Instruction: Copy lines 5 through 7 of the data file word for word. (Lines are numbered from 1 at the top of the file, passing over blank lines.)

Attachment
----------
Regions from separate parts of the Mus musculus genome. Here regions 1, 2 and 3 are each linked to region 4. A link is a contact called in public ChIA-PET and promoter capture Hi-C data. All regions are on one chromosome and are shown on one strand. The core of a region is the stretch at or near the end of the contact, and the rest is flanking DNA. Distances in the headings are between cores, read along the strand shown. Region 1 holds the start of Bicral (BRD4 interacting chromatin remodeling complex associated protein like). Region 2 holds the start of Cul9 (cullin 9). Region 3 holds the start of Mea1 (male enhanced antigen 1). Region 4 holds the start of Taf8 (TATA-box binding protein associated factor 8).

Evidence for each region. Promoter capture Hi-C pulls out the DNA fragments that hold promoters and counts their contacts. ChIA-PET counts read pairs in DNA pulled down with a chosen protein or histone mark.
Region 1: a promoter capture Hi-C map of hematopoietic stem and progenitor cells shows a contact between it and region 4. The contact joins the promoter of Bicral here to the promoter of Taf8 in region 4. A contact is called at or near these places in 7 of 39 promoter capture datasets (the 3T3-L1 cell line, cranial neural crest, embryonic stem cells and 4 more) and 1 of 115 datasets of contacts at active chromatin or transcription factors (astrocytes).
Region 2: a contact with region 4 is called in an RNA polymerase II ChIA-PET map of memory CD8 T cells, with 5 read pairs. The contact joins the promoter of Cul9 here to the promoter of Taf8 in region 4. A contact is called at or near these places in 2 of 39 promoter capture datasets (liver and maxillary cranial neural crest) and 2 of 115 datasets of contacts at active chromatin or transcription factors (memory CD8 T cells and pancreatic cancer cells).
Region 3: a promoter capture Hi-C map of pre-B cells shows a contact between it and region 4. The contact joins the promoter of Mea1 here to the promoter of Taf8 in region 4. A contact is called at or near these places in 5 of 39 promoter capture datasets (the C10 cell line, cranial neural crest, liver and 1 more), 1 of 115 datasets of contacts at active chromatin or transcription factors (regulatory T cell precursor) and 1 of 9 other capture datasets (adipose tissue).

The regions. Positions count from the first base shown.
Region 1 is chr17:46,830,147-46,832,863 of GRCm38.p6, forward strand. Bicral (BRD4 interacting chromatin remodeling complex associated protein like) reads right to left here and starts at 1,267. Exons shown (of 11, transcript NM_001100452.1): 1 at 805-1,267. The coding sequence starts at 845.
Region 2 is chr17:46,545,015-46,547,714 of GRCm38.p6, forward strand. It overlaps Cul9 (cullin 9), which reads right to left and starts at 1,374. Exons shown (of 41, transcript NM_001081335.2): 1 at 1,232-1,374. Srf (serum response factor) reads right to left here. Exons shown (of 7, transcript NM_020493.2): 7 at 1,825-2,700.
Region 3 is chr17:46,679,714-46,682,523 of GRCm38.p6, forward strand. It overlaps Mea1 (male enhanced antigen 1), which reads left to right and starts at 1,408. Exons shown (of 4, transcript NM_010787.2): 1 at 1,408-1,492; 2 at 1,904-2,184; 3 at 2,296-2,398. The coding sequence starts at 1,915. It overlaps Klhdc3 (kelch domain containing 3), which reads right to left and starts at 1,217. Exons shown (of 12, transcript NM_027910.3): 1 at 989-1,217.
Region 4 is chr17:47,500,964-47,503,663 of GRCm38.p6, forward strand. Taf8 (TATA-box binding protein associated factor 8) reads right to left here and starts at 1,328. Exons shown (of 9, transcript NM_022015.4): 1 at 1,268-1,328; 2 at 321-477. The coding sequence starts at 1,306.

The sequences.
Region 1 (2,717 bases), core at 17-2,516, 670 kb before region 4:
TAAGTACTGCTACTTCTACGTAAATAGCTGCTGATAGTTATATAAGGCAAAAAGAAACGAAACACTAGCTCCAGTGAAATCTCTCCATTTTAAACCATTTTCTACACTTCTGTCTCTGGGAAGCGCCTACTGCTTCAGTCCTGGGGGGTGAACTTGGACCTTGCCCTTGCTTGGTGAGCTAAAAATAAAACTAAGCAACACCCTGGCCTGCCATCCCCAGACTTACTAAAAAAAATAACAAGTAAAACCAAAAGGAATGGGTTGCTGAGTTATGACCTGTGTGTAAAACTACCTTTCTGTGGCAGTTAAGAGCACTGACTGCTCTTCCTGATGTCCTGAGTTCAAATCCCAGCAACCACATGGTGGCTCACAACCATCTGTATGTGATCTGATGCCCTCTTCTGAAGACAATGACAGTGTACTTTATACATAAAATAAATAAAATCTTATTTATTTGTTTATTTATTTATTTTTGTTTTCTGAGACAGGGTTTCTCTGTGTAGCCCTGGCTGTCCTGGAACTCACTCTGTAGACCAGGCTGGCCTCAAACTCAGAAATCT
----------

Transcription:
Region 3: a promoter capture Hi-C map of pre-B cells shows a contact between it and region 4. The contact joins the promoter of Mea1 here to the promoter of Taf8 in region 4. A contact is called at or near these places in 5 of 39 promoter capture datasets (the C10 cell line, cranial neural crest, liver and 1 more), 1 of 115 datasets of contacts at active chromatin or transcription factors (regulatory T cell precursor) and 1 of 9 other capture datasets (adipose tissue).

The regions. Positions count from the first base shown.
Region 1 is chr17:46,830,147-46,832,863 of GRCm38.p6, forward strand. Bicral (BRD4 interacting chromatin remodeling complex associated protein like) reads right to left here and starts at 1,267. Exons shown (of 11, transcript NM_001100452.1): 1 at 805-1,267. The coding sequence starts at 845.